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Interviews

Trudy Pitts: Meeting the Next Keyboard Challenge

By Published: August 30, 2006

From Classical and Church Music to a Jazz Career

AAJ: Do you know that there are striking parallels between your early career and that of [singer/pianist] Nina Simone? She, too, wanted to be a concert pianist.

TP: I knew Nina in Philadelphia. We didn't get to bond as friends, but we knew each other through the music business.

AAJ: So you're going along in a classical vein, so how did this all segue into jazz?

TP: I got a call from "Mr. C" to take Shirley Scott's place in his group. That's what opened the door to my Jazz Career. "Mr. C" started booking me in local dinner clubs doing solo organ, piano, and vocals. That was great to help develop a sense of balance in the language of jazz. In particular, I played in a club at 52nd and Girard Streets called Ye Tavern, a beautiful place called The Postal Card on South Street, and others. It was at that time that I was forced to join the Union, Local 247, Philadelphia's Music Protective Union.

But my interest in jazz started earlier, because I entered Philadelphia Musical Academy at eleven. I had studied with the local teacher, the legendary Blanche Burton Lyles. My mother studied with her, my sisters and I studied with Blanche, and we're still very good friends. Blanche merged into education, and I went for performance. But certain realities became clear—it became unrealistic for me to become a classical concert pianist. There were no black woman concert pianists that I knew of. Making a living was beginning to hit me in the face.

Then I got that call from Mr. C to replace Shirley Scott. That's what opened the door to my jazz career. He and Coltrane got my mother's permission to put the organ in our house for me to practice, because although I had no experience in the jazz format, they were enchanted with my knowledge of chord progressions. I had perfect pitch. I was listening to the jazz thing, and able to pick up on it. So I had an innate ability to deal with the changes and the tunes. So I practiced, did a couple of gigs with Trane and "Tootie" Heath, but only for a month or two, because I needed more experience. So I started doing solo organ, piano, and vocals around Philadelphia, which was great experience to develop a sense of balance in the language of jazz.

AAJ: So you performed around town, and that strengthened your commitment to jazz.

TP: Yes, and that was around 1955, and it was then, in another set of circumstances, my husband (Mr. C.) and I were seeing each other, that I rejoined the organ trio in 1958. And that was it—I stuck with the organ.

AAJ: That was a landmark for you. Who was in that group?

TP: Mr. C was the drummer. We had several different horn players. Trane had gone off to be with [trumpeter] Miles [Davis]. Trane's mother was against him moving to New York, but it was a good move, because look what came out of it! At one point Jimmy Oliver was in our group here, I was at the organ. With the organ, you don't use a bassist, because you play your own bass lines. We used a lot of different horn players—a guy named Musa Kaleem who was an international tenor saxophonist who later went to California. We switched sax players often, and I don't recall all of their names.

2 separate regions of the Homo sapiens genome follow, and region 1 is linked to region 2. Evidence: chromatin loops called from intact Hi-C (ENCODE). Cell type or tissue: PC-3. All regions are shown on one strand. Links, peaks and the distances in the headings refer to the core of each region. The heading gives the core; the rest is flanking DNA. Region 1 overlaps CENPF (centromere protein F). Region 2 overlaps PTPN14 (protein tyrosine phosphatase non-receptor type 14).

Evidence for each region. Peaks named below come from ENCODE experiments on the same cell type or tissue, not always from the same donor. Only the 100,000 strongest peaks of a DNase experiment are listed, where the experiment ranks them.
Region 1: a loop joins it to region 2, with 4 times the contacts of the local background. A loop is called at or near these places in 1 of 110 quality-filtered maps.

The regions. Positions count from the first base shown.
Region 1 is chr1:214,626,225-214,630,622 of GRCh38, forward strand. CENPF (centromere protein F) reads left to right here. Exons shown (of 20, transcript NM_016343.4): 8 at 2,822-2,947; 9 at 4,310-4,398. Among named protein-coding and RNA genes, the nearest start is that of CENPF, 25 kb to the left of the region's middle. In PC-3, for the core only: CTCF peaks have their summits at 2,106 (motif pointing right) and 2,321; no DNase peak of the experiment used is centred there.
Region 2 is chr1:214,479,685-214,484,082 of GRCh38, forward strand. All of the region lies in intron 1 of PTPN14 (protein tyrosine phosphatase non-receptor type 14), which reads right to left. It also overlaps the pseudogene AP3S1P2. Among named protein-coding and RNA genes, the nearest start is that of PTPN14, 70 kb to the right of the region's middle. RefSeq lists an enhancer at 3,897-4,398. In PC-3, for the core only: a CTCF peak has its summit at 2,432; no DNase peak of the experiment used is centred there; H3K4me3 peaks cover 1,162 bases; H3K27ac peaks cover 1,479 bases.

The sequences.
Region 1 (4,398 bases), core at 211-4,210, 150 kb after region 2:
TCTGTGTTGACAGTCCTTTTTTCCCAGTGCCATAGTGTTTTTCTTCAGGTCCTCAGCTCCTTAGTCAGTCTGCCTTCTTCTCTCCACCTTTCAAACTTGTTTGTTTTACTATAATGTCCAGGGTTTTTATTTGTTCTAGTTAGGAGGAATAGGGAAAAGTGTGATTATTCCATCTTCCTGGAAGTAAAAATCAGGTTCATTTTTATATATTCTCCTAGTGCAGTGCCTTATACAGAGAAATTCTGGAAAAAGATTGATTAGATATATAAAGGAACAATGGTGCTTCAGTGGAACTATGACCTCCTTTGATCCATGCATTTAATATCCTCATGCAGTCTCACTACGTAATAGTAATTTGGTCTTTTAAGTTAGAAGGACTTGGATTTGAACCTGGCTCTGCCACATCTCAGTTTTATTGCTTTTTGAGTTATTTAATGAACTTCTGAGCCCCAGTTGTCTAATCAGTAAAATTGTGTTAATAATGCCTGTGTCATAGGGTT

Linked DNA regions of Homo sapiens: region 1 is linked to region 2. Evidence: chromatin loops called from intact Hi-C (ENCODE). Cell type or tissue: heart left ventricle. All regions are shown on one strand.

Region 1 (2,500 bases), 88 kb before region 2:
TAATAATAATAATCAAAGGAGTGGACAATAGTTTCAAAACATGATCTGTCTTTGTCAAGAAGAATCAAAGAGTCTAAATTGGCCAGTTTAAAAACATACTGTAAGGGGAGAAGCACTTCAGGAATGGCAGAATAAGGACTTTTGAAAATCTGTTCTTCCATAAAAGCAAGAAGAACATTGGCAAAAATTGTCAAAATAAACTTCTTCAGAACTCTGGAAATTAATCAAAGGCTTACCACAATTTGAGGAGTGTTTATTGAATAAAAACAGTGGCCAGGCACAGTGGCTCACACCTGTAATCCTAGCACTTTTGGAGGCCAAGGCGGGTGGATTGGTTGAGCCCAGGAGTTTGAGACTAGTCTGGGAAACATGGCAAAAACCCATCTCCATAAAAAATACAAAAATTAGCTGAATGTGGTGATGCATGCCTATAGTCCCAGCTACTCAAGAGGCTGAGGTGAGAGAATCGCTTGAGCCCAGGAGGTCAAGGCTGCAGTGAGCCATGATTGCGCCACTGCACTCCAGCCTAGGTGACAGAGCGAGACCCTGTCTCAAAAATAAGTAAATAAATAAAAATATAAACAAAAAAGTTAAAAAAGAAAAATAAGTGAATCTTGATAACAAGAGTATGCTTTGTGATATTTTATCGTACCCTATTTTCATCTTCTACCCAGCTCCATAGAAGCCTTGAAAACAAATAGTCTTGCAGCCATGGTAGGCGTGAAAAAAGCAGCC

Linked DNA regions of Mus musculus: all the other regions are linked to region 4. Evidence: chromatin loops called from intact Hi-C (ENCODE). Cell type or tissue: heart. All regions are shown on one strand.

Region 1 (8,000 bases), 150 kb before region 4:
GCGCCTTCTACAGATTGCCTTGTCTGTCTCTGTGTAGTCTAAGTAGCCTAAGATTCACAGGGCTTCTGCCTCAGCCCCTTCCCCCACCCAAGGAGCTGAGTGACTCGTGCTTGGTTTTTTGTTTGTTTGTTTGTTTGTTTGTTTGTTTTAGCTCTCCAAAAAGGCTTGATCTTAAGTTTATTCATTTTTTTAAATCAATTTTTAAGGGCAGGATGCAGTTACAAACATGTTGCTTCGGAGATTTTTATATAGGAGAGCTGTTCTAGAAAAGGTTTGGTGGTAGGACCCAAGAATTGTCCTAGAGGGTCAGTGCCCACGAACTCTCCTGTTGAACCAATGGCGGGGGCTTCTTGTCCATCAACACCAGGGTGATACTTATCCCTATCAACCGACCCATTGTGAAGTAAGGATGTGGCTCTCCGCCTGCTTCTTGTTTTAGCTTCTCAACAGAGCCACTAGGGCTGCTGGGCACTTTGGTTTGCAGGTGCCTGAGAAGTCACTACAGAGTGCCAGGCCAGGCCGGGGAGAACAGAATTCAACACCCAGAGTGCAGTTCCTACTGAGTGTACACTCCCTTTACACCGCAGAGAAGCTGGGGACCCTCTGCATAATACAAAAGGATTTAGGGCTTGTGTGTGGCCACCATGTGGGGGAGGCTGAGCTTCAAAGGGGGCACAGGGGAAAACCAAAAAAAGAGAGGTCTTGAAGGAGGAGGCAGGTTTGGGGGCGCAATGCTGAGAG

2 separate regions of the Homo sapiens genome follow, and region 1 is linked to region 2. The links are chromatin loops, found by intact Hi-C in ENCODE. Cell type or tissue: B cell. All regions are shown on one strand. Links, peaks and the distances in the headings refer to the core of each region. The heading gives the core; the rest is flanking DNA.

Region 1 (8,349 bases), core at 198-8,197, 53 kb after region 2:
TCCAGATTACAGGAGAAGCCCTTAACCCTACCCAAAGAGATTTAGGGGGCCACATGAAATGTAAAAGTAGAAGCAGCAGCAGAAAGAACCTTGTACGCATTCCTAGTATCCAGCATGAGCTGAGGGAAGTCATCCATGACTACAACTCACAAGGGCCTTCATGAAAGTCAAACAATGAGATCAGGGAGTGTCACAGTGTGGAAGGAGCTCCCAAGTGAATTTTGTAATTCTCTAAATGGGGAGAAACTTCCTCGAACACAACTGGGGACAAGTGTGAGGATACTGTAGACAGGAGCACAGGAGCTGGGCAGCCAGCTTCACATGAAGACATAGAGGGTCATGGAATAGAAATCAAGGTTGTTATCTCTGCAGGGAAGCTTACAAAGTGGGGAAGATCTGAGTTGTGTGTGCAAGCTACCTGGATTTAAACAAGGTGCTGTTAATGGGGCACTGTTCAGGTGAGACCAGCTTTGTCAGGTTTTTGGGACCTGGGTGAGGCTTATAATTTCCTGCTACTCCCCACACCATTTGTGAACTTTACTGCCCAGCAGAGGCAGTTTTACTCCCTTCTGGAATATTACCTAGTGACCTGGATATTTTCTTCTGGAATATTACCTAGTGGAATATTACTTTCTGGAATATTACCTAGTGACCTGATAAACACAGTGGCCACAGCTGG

AAJ: As an aside, I seem to remember that some years ago, you were at Zanzibar Blue when it first opened over at 11th and Pine Streets. Is that correct?

TP: Well, no, Zanzibar Blue was not in the making back in the day. It wasn't even a heartbeat then. And speaking of them boys [the family that ran Zanzibar], they don't have any bearing on my career, but their father did. Ben, Sr. was an impresario in Philly, with two or three jazz clubs. So my association with Ben, Jr. and Bob was more from a family relationship. And I have not worked for them directly. I went to Zanzibar to hear the music, but I never worked there. It seems incredible, but I haven't. Dad is still hangin' in there and at one point ran Warmdaddy's for his sons.

AAJ: Getting back to the jazz career, developing as a jazz-atrist, who were you listening to then, and who were some of your favorite jazz organists?

TP: I like Jimmy [Smith]. He was the master of the new sound. I spoke at his funeral and played there. He was the magic that turned on another sound in the music industry and inspired lots of organists to get a piece of that train, most of whom were coming from right behind, trying to sound like Jimmy. I adored Jimmy and admired his creativity, his energy, his strength, and his dynamics. But behind that came some very incredible people like Don Patterson, whom I idolized. Richard "Groove" Holmes became like my brother. Charles Earland was playing horn and came to hear me play and finally jumped on organ. So like I had different relationships with all of them. Jack MacDuff, all of them.

AAJ: Some were associated with guitarist Pat Martino in those days.

TP: Yes, and Pat was associated with me before he came out with his first album. I was doing some recordings for Prestige Records, and while he was still my guitarist, they offered Pat a contract. And I was on his first album, as he was on mine. Pat was with me for about two years. And my students down at the University of the Arts tell me they still listen to those albums when Pat and I were together.

AAJ: I've got to get some of those recordings!

TP: Actually there's a fairly recent CD called Acid Jazz with Pat and me. We're friends and have had an enduring relationship. class="f-right s-img"> Return to Index...



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